"One of the most important consequences of the Arab Spring is the
intensification of the competition between Saudi Arabia and Iran," Suzanne
Maloney, a senior fellow at the Saban Center for Middle East Policy, told a
forum in Qatar on Oct. 17.
Relations between Saudi Arabia and the United States
are said to have declined sharply since the ouster of Egyptian
President Hosni Mubarak.
Officials said the administration of President Barack Obama has detected
a significant cooling in Saudi relations with Washington over the last year.
They said senior Saudi officials were expressing distrust of the
administration in wake of the fall of the Mubarak regime in February.
"The Saudis will not do anything to sever relations with us, but are
looking for alternatives to the United States," an official said. "This has
harmed cooperation on the strategic level."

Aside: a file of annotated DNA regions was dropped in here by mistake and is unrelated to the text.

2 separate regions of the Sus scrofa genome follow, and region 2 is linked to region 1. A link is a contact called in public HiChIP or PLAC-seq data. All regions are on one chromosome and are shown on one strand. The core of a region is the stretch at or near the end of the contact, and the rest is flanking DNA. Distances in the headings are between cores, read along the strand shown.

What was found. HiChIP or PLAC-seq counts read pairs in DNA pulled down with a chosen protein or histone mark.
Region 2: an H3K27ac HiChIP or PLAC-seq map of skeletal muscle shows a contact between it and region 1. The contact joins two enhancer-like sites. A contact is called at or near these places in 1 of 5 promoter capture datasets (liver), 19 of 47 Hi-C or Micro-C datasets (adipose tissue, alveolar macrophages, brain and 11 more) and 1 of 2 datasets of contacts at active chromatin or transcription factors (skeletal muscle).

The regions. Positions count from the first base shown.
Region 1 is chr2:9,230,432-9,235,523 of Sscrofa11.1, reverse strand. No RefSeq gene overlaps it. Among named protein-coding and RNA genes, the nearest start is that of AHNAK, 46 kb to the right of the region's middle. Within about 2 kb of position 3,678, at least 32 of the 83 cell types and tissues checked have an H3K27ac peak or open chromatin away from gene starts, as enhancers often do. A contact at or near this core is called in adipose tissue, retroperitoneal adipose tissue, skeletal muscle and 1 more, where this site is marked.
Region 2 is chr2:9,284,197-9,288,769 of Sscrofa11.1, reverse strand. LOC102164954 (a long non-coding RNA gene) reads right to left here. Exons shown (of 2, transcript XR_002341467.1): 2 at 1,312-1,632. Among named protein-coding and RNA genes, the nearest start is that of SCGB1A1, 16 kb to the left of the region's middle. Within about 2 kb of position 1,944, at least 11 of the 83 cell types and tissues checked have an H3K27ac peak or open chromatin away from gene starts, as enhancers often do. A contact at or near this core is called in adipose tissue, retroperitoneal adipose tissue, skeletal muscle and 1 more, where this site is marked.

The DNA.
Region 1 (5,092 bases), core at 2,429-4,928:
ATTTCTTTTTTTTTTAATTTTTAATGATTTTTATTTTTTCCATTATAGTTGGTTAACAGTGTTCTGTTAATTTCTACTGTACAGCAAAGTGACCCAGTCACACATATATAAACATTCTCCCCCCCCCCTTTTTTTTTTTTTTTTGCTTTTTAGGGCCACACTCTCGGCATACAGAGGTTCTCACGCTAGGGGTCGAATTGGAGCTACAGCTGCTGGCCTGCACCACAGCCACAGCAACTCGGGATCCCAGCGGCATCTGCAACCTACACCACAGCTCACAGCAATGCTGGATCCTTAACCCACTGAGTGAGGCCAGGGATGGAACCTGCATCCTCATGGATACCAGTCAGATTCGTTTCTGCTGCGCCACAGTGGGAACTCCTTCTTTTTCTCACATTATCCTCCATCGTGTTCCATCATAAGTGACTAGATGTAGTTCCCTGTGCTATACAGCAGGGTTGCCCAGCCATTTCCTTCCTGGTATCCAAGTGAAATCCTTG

Officials said Saudi King Abdullah was stunned when Obama called for
Mubarak's ouster within 10 days of protests against the Egyptian president.
They said the Saudi king told both U.S. as well as Western leaders that
Washington betrayed Mubarak, deemed the most reliable Arab ally in the
"Our policy with regard to Mubarak as interpreted by some of our closest
Arab allies in the Gulf has not gone over well," former National Security
Advisor James Jones, who served under Obama until 2011, said.
In a meeting with the U.S. Chamber of Commerce in October, Jones
acknowledged a rift between Washington and Saudi Arabia, which in 2010
requested $60 billion worth of U.S. fighter-jets and munitions. Jones said
the U.S. abandonment of Mubarak demonstrated the danger of relying on the
United States, regardless of the level of cooperation.
"In their interpretation of our dumping President Mubarak very hastily,
[it] answered the question of what we would be likely to do if that happened
in their countries," Jones said.
Officials said the remarks by Jones matched the assessment in the White
House and State Department.
They said Riyad has become closer to China and
Pakistan and were relying on those countries for strategic weapons and
internal security assistance.